Nobel winners urge British voters to remain in EU, warning Brexit would hurt funding
'We may be an island, but we cannot be an island in science,' 13 leading scientists write in letter
First it was statesmen, then soldiers, and finally CEOs. Now a group of scientists has urged U.K. voters to remain in the European Union, warning Saturday that Britain will lose funding, global influence and access to expertise if the nation votes to leave the 28-nation bloc.
Thirteen Nobel laureates wrote an open letter to the Daily Telegraph newspaper, arguing that the prospect of losing EU research funding was a key risk to science. They argued that the notion that Britain's Treasury can make up for any funding shortfall as "naive and complacent," given that successive governments have allowed support for research to languish.
"We may be an island, but we cannot be an island in science," they wrote. "Being part of the EU is good for British science and that is good for Britain."
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The signatories included Peter Higgs, who won the prize for predicting the existence of the so-called Higgs boson, physics laureate Kostya Novoselov, who pioneered the use of graphene, and geneticist Paul Nurse.
The letter is another in a cavalcade of interests who have expressed concern surrounding the upheaval that would follow should Britain vote to leave in the June 23 referendum. Political leaders, former generals and business leaders all have argued that the country would be less powerful, less safe and less prosperous outside the EU.
The appeals have been bolstered by warnings of economic turmoil from the International Monetary Fund, the Organization for Economic Cooperation and Development and the Bank of England.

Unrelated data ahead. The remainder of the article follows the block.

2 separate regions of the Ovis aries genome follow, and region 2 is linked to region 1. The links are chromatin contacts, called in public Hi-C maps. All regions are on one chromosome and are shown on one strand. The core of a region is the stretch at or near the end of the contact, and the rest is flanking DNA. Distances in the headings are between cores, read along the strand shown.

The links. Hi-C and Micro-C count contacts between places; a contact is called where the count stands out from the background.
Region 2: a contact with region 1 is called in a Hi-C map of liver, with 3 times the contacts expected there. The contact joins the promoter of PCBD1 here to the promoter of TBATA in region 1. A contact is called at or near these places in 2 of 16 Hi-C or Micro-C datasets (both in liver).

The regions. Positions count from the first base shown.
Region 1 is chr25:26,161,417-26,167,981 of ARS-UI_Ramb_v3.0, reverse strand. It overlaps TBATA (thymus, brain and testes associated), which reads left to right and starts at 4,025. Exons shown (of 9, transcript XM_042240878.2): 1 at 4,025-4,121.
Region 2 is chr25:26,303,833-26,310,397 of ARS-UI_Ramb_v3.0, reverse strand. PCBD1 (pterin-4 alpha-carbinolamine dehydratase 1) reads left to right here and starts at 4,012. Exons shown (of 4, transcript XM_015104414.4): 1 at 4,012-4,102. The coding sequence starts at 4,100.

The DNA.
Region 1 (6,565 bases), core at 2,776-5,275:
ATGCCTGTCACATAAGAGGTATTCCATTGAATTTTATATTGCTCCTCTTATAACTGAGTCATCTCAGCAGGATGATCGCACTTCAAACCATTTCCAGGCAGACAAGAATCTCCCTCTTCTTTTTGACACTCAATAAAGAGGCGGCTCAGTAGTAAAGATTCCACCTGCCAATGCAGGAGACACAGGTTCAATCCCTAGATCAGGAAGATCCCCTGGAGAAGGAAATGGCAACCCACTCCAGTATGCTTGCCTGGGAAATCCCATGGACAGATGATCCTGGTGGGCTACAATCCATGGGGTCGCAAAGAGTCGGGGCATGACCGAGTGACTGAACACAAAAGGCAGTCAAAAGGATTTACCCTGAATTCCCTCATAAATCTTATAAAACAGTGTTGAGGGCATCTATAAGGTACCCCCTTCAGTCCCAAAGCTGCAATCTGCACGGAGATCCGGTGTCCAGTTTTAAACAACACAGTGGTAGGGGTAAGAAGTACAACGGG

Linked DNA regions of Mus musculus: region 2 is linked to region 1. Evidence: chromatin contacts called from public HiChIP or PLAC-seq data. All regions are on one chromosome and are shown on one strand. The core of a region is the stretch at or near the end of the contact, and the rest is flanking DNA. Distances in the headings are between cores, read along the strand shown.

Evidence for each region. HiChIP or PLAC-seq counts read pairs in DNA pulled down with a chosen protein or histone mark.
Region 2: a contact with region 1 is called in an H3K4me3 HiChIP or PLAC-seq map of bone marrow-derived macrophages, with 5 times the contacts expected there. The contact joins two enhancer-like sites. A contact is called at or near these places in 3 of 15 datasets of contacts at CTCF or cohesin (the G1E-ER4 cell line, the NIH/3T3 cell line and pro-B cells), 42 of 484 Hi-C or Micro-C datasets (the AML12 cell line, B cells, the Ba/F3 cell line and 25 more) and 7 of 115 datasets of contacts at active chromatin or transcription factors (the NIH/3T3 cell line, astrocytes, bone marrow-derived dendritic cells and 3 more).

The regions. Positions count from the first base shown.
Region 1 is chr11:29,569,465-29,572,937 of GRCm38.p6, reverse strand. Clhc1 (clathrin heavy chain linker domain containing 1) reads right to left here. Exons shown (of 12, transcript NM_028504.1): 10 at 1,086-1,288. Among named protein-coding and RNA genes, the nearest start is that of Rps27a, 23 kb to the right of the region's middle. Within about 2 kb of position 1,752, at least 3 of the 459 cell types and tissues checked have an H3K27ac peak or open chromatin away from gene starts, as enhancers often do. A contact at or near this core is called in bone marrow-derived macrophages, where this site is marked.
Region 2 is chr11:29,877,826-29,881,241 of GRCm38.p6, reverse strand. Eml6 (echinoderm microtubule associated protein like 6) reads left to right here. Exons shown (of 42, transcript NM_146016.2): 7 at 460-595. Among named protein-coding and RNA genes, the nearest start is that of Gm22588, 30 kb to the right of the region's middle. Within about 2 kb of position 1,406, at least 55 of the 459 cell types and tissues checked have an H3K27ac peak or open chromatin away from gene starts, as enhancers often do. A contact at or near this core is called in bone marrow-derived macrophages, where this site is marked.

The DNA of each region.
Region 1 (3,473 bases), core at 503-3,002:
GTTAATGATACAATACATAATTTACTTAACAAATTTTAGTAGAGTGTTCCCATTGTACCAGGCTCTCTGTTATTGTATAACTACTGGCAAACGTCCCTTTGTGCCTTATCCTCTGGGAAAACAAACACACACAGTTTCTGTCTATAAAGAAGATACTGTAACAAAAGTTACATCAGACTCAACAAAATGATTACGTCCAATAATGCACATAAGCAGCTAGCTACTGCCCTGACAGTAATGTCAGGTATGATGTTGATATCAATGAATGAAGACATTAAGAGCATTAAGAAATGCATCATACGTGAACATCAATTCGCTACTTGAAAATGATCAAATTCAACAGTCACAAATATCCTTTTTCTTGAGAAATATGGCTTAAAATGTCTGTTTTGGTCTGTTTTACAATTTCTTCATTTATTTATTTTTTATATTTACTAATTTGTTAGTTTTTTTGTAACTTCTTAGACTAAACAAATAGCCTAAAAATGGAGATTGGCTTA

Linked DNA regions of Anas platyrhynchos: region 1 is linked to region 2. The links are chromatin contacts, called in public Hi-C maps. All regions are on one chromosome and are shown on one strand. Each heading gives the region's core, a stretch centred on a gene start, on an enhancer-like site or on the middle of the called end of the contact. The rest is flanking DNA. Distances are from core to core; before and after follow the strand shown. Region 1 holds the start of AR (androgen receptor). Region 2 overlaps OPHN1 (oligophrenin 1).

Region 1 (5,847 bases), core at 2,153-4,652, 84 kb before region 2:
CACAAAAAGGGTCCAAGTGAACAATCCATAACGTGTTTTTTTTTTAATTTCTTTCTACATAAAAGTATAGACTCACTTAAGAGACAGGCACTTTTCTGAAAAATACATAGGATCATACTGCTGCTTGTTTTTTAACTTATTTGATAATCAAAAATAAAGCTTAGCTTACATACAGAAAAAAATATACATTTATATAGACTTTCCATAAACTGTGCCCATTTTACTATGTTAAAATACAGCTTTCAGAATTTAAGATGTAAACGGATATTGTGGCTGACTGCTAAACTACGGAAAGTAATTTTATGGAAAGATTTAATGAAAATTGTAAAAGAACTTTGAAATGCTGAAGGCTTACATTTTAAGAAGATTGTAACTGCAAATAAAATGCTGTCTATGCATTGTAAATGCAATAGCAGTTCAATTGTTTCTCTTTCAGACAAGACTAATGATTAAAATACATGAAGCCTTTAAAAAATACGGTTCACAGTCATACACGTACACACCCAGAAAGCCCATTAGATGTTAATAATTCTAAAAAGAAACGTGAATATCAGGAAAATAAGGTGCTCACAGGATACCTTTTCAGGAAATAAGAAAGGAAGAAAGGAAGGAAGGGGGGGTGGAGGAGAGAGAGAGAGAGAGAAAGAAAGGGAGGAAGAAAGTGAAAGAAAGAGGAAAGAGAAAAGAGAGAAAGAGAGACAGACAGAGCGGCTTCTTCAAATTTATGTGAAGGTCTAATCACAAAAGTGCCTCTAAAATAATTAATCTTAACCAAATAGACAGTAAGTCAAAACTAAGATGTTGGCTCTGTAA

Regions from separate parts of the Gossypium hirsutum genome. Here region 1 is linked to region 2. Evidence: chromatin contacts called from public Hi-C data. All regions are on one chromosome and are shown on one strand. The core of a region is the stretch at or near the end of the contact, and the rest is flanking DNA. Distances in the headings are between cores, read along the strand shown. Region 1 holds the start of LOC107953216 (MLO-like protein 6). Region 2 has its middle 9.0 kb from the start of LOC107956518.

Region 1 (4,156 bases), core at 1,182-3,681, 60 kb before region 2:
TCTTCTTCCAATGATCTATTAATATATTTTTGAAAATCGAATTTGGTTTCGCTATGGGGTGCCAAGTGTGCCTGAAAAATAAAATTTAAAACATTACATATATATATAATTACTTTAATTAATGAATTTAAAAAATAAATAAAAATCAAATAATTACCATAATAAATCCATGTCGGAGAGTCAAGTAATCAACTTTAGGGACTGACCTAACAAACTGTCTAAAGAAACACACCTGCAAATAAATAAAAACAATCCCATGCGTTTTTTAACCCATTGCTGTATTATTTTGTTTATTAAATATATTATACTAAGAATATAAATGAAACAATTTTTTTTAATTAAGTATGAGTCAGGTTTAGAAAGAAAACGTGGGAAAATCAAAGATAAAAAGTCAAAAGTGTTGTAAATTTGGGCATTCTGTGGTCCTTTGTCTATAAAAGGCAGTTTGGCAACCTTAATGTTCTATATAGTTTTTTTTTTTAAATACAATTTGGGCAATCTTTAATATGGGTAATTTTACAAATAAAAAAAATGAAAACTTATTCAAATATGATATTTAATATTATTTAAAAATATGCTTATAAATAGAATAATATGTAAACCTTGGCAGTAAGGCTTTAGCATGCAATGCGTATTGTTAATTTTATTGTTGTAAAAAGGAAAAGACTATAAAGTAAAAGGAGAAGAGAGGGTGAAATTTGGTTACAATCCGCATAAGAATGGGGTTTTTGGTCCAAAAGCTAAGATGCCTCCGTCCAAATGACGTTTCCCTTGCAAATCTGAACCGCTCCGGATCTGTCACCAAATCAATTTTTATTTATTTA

So dominant have been the voices of the Establishment in favour of the "Remain" camp that the promoters of a British exit — or Brexit — have dubbed their opponents "Project Fear."
On Saturday, inventor James Dyson backed the "Leave" campaign, saying that doing business on the continent persuaded him that the EU powers "protect vested interests." He said Prime Minister David Cameron and Treasury chief George Osborne were fundamentally wrong to work for "Remain."
"I don't just mean from the business point of view, I mean from the point of view of sovereignty," said Dyson, who is known for vacuum cleaners and other innovations that have earned him millions. "We will create more wealth and more jobs by being outside the EU. We will be in control of our destiny. And control, I think, is the most important thing in life and business."
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The campaign to remain in the EU has focused much of its fire on former London Mayor Boris Johnson, the most prominent member of the so-called Brexit campaign.
In a more whimsical moment, a group of "Remain" backers donned blond wigs and masks to dress up like Johnson and mobbed former Cabinet minister Iain Duncan Smith as he campaigned in Harlow in eastern England for Britain to leave.
"You never show panic and they are definitely showing panic at the moment," Duncan Smith said. "This personal abuse, the old rule of thumb in politics is that once you start getting abused you must be doing something right."